Posted on by Philip Nation in Discipleship | Leave a comment

A church in Illinois has taken a bold step to take on a 9-year discipleship strategy for all of the age groups in their church. Watch the video of FBC Marion to see how they are going to use Explore the Bible for all ages to lead their members through a journey through the entire Bible.

Discipleship Strategy at FBC Marion, IL from Explore the Bible on Vimeo.

The Confession of St. Patrick

Posted on by Philip Nation in Ministry, Mission | Leave a comment

St. Patrick is a patron saint of Ireland. Although many details of his life are shrouded in mystery and legend, it is clear that St. Patrick had a profound impact upon the people of Ireland. The Confessions of St. Patrick is the brief story of St. Patrick’s life, told through his own eyes. The work provides an intriguing glance into one of history’s best-known saints. The Confessions of St. Patrick is similar to St. Augustine’s Confessions – they are more theological in nature than autobiographical. Scholars have speculated that St. Patrick penned this work in defense of his good name, after having his character attacked by people in power. Regardless, it provides a stirring account of the miraculous ways that God works, and encourages believers into a life of courage and holiness.

Source: Tim Perrine, CCEL Staff Writer


The Confession of St. Patrick (paragraphs 56-62)

Behold now I commend my soul to God who is most faithful and for whom I perform my mission in obscurity, but he is no respecter of persons and he chose me for this service that I might be one of the least of his ministers.

For which reason I should make return for all that he returns me. But what should I say, or what should I promise to my Lord, for I, alone, can do nothing unless he himself vouchsafe it to me. But let him search my heart and [my] nature, for I crave enough for it, even too much, and I am ready for him to grant me that I drink of his chalice, as he has granted to others who love him.

Therefore may it never befall me to be separated by my God from his people whom he has won in this most remote land. I pray God that he gives me perseverance, and that he will deign that I should be a faithful witness for his sake right up to the time of my passing.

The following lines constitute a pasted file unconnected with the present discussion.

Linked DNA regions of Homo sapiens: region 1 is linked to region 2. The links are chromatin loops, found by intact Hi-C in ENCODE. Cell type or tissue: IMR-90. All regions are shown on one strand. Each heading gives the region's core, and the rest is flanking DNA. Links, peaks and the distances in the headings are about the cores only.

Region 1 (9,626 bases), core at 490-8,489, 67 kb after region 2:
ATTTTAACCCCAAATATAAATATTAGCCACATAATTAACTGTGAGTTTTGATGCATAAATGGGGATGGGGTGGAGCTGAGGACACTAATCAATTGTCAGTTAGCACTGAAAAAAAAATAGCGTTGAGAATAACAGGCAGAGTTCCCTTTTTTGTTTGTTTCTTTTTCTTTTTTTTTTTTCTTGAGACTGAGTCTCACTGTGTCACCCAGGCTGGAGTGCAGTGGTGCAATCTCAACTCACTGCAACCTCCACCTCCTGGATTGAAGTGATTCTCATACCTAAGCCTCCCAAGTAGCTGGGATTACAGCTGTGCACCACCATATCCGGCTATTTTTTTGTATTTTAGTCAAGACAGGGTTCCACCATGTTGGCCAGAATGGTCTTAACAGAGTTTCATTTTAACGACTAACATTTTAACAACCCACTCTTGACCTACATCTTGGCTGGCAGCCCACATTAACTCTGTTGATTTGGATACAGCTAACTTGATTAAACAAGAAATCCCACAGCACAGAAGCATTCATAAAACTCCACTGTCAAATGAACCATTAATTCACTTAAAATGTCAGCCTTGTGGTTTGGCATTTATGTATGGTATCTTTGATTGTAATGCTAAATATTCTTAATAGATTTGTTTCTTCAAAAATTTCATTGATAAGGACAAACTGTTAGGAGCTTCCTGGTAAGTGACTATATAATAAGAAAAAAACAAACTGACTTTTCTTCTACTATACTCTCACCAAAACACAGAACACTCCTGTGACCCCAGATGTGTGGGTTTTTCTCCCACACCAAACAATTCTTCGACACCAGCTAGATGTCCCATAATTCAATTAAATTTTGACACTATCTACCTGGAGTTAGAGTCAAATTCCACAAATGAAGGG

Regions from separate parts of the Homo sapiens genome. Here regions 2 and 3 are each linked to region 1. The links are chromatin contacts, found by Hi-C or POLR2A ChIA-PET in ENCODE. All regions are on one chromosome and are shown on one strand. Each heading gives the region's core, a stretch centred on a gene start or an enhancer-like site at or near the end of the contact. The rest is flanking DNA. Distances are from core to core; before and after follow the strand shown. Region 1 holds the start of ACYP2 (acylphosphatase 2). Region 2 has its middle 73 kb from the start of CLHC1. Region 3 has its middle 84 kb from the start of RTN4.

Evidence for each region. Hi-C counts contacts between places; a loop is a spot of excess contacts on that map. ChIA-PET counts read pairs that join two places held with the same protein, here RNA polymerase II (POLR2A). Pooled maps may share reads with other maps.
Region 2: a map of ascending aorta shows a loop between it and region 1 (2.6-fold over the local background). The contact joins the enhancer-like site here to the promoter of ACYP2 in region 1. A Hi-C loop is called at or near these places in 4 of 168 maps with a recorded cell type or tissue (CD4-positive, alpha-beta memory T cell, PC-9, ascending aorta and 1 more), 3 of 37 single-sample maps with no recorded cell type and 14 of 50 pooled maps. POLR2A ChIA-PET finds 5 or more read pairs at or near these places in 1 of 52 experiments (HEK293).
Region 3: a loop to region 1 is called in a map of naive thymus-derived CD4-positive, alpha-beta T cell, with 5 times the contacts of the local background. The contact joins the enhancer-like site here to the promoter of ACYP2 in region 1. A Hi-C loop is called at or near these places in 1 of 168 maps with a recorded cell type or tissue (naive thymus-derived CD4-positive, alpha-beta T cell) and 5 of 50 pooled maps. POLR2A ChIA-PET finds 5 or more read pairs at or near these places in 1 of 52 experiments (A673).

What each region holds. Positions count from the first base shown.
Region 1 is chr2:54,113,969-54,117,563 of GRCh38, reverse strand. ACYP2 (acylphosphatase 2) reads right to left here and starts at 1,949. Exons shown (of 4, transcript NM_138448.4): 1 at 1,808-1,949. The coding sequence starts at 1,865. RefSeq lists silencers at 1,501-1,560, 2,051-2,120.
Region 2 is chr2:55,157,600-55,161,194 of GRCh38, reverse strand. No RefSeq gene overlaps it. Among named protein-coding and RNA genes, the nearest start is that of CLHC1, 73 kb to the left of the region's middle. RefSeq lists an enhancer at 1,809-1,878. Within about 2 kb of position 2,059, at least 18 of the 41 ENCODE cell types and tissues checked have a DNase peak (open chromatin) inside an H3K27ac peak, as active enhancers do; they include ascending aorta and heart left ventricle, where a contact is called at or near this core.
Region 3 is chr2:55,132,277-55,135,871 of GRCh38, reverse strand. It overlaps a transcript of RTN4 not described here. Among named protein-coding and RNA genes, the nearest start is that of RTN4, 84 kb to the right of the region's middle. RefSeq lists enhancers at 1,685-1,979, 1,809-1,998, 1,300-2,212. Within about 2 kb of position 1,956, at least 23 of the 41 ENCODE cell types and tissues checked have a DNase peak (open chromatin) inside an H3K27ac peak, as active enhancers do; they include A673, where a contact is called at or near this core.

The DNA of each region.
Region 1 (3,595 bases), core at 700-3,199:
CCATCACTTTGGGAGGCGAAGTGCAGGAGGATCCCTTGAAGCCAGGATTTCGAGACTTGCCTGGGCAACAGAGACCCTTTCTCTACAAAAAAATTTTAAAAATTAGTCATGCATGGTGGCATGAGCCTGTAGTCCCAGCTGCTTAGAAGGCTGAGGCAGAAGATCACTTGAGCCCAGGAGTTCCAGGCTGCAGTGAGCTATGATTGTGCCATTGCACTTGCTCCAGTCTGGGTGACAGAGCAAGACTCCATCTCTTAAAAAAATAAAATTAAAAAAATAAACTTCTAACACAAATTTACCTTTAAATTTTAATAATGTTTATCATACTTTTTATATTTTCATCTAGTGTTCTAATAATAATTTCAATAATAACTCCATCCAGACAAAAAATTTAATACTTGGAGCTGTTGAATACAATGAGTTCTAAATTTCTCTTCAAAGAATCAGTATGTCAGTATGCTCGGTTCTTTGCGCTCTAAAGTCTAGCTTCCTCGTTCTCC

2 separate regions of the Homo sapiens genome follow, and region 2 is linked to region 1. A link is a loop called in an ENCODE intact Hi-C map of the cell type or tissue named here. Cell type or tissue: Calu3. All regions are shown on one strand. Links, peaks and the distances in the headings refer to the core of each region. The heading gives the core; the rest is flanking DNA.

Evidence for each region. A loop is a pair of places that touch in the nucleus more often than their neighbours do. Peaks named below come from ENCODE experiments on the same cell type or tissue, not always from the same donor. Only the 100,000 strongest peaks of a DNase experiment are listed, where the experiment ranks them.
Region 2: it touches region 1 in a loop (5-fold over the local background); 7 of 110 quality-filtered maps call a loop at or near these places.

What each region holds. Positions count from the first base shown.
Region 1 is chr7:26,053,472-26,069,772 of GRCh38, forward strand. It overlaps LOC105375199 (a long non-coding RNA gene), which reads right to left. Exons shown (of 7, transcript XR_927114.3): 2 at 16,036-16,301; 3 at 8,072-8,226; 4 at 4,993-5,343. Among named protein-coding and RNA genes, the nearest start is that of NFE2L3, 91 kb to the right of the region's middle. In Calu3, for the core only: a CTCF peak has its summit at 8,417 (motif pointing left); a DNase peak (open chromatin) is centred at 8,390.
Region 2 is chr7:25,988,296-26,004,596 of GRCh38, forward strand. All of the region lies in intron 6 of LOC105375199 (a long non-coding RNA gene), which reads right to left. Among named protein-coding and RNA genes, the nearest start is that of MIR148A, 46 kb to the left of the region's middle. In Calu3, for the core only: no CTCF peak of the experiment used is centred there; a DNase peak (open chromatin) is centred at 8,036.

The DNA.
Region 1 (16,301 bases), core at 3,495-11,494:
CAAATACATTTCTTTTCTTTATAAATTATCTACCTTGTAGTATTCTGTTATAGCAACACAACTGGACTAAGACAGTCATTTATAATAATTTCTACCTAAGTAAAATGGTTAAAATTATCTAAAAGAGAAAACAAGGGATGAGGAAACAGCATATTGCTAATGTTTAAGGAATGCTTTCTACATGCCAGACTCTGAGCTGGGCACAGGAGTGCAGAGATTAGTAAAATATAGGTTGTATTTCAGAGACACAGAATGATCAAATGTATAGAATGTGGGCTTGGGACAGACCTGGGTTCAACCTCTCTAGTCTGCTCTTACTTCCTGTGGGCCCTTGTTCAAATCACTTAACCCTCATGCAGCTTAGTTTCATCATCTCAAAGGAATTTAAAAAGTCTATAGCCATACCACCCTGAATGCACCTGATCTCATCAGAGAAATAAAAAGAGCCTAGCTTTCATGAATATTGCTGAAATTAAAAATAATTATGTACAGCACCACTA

And if at any time I managed anything of good for the sake of my God whom I love, I beg of him that he grant it to me to shed my blood for his name with proselytes and captives, even should I be left unburied, or even were my wretched body to be torn limb from limb by dogs or savage beasts, or were it to be devoured by the birds of the air, I think, most surely, were this to have happened to me, I had saved both my soul and my body. For beyond any doubt on that day we shall rise again in the brightness of the sun, that is, in the glory of Christ Jesus our Redeemer, as children of the living God and co-heirs of Christ, made in his image; for we shall reign through him and for him and in him.

For the sun we see rises each day for us at [his] command, but it will never reign, neither will its splendour last, but all who worship it will come wretchedly to punishment. We, on the other hand, shall not die, who believe in and worship the true sun, Christ, who will never die, no more shall he die who has done Christ’s will, but will abide for ever just as Christ abides for ever, who reigns with God the Father Almighty and with the Holy Spirit before the beginning of time and now and for ever and ever. Amen.

Behold over and over again I would briefly set out the words of my confession. I testify in truthfulness and gladness of heart before God and his holy angels that I never had any reason, except the Gospel and his promises, ever to have returned to that nation from which I had previously escaped with difficulty.

But I entreat those who believe in and fear God, whoever deigns to examine or receive this document composed by the obviously unlearned sinner Patrick in Ireland, that nobody shall ever ascribe to my ignorance any trivial thing that I achieved or may have expounded that was pleasing to God, but accept and truly believe that it would have been the gift of God. And this is my confession before I die.


Source: Christian Classics Ethereal Library